How important is the terminology we use when talking about ethnicity?

14 November, 2016
Fleur Bothwick

I was recently at the launch of the Parker Review. Sir John Parker was tasked with chairing a committee to look at the ethnic diversity of the FTSE 100 boards. The headline finding was that 53 of the 100 companies did not have any black or minority ethnic Directors. I think this is a long overdue piece of work and about time we moved the debate from just looking at women on boards so I welcome the research and the report. What most distracted me though was that throughout the report and at the event, the people involved talked about ‘people of colour’ with a definition that said ‘to capture individuals with evident heritage from African, Asian, Middle Eastern and South American regions’.

Of course I’m used to hearing Americans talk about ‘people of color’, but I felt really uncomfortable about this new terminology. The panel were questioned about it at the event. Someone elegantly asked about their choice of nomenclature (I had to look the meaning of this word up). The panel member explained that they had struggled to agree on the correct terminology, but felt that this was the most appropriate because it would be better understood around the world. I’m not so sure. My sense is that this term just bunches together vastly different heritages and cultures with the only common distinction that they are not white, and by the way, when did white stop being a colour?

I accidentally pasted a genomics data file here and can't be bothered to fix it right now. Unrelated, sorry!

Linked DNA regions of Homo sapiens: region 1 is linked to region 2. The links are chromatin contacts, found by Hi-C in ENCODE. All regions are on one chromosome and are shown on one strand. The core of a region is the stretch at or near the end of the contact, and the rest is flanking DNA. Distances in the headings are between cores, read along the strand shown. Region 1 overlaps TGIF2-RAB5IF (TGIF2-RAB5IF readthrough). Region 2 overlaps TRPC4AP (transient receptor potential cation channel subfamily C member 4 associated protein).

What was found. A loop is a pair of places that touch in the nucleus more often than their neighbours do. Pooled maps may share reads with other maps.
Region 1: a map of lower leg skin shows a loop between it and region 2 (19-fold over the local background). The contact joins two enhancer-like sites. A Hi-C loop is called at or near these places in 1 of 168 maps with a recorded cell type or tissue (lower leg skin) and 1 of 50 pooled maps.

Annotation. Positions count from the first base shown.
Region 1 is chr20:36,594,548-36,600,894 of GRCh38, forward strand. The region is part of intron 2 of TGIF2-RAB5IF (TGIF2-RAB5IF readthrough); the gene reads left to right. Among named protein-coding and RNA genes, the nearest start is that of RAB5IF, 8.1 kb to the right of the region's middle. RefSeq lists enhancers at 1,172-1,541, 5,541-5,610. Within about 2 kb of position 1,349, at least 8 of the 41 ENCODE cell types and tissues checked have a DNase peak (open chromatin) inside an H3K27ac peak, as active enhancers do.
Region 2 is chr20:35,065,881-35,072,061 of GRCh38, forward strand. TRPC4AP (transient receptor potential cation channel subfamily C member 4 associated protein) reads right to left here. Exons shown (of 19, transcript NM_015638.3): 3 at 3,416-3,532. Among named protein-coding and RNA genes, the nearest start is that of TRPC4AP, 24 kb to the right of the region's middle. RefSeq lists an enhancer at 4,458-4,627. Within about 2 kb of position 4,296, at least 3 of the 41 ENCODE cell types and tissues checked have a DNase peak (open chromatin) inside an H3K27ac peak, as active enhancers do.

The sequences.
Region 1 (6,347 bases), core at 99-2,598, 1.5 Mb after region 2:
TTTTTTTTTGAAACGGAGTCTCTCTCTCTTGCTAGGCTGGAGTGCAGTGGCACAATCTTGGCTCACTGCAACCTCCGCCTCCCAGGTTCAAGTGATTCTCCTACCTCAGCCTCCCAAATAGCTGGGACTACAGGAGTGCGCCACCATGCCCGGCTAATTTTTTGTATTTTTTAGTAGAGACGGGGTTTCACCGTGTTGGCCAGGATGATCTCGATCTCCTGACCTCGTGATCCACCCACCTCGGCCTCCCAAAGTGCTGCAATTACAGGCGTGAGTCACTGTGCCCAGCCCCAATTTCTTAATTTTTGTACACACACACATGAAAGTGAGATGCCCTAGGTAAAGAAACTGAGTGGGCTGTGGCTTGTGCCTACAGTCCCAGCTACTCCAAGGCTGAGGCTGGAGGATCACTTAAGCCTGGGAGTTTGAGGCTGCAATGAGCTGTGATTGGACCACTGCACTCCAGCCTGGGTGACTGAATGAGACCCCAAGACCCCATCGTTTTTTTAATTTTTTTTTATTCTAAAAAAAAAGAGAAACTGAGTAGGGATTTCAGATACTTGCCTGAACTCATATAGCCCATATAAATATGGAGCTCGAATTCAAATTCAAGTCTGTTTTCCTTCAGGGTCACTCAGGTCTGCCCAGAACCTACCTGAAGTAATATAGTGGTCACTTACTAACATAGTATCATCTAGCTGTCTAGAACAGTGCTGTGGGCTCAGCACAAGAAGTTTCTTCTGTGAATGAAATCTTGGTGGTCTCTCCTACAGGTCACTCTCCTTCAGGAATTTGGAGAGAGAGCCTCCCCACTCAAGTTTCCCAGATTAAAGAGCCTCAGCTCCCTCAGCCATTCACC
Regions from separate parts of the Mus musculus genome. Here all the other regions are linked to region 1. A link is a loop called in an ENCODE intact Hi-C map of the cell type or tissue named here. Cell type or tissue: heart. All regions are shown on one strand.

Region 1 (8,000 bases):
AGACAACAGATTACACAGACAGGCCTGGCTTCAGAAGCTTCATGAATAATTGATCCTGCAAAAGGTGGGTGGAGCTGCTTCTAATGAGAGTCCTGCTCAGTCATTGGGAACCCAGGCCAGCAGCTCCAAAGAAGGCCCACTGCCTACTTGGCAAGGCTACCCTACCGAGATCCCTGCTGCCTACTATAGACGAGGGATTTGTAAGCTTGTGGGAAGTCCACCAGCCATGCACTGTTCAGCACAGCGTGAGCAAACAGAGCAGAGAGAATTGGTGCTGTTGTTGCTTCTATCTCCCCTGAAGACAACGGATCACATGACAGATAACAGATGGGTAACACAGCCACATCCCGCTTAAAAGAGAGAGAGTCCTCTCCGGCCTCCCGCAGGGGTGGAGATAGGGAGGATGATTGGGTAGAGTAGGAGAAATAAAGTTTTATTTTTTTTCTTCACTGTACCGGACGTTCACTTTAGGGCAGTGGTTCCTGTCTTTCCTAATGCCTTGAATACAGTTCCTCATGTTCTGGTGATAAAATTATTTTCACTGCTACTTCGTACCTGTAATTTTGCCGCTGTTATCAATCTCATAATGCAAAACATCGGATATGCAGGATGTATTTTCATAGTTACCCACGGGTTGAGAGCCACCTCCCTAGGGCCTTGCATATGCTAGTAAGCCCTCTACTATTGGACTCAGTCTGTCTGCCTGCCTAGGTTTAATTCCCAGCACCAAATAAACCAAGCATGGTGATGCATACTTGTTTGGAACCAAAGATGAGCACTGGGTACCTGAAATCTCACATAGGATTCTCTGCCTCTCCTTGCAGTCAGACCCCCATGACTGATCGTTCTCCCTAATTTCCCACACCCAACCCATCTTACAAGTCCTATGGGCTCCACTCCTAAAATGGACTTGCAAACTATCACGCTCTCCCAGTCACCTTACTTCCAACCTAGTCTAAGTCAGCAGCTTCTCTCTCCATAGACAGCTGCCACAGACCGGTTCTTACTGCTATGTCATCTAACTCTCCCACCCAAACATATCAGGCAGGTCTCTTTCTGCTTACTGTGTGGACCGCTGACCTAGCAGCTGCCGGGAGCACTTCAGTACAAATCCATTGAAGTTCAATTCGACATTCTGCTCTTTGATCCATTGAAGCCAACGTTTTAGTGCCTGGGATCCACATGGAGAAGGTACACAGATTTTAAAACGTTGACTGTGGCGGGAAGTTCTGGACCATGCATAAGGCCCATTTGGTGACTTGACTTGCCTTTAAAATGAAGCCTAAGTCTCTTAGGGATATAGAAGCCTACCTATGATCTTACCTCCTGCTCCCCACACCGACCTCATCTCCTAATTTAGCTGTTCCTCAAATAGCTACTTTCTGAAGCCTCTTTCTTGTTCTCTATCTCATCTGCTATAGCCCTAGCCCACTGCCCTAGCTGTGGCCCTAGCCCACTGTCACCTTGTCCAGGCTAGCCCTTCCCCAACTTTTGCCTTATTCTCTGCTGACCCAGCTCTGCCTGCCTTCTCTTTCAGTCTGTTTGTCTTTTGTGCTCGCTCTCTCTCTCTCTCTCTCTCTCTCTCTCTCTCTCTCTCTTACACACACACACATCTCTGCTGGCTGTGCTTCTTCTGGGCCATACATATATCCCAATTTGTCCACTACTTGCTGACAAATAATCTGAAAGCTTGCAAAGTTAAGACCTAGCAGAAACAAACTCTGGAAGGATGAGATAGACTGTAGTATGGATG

I wonder if sometimes we can get so hung up on the terminology that we lose the real point of the conversation. When I entered the world of D&I, someone I highly respect suggested that it was not so much about the terminology, but the intent behind the use of it. My CEO at the time had just spoken at a conference and had talked about handicapped people rather than disabled people and I thought we would be asked to leave – it was not the case.

I’m also not comfortable with the recent use of the term queer to describe someone gay. I’m told that in the States, many young gay people describe themselves as queer. This I guess goes to the nub of question. I guess it should be down to the individual. If someone wants to be described as queer, then I should drop my bias and respect their wish. I have never though, been asked by an individual to call them a person of colour. Maybe Black, Chinese, Asian, but not a person of colour. I would suggest that perhaps this committee, by trying to do the right thing, has complicated the conversation and distracted us from what is most important. The fact that ‘out of 1,087 director positions in the FTSE 100, only 8% of positions are held by directors of colour, of which 1.5% are UK citizens, despite the fact that 14% of the total UK population is from a non-white ethnic group (up from 2% in 1971). Seven companies account for over one-third of directors of colour in the FTSE 100, whilst 53 of the FTSE 100 do not have any directors of colour at all.’

So congratulations to the Review Committee and let’s get behind their recommendation that FTSE 100 Boards should have at least one director of colour by 2021. Let’s keep debating the terminology though. Perhaps listen to our friends, colleagues and neighbours from ethnic minority communities and make sure that how we ‘label’ someone doesn’t end up taking away their real identity.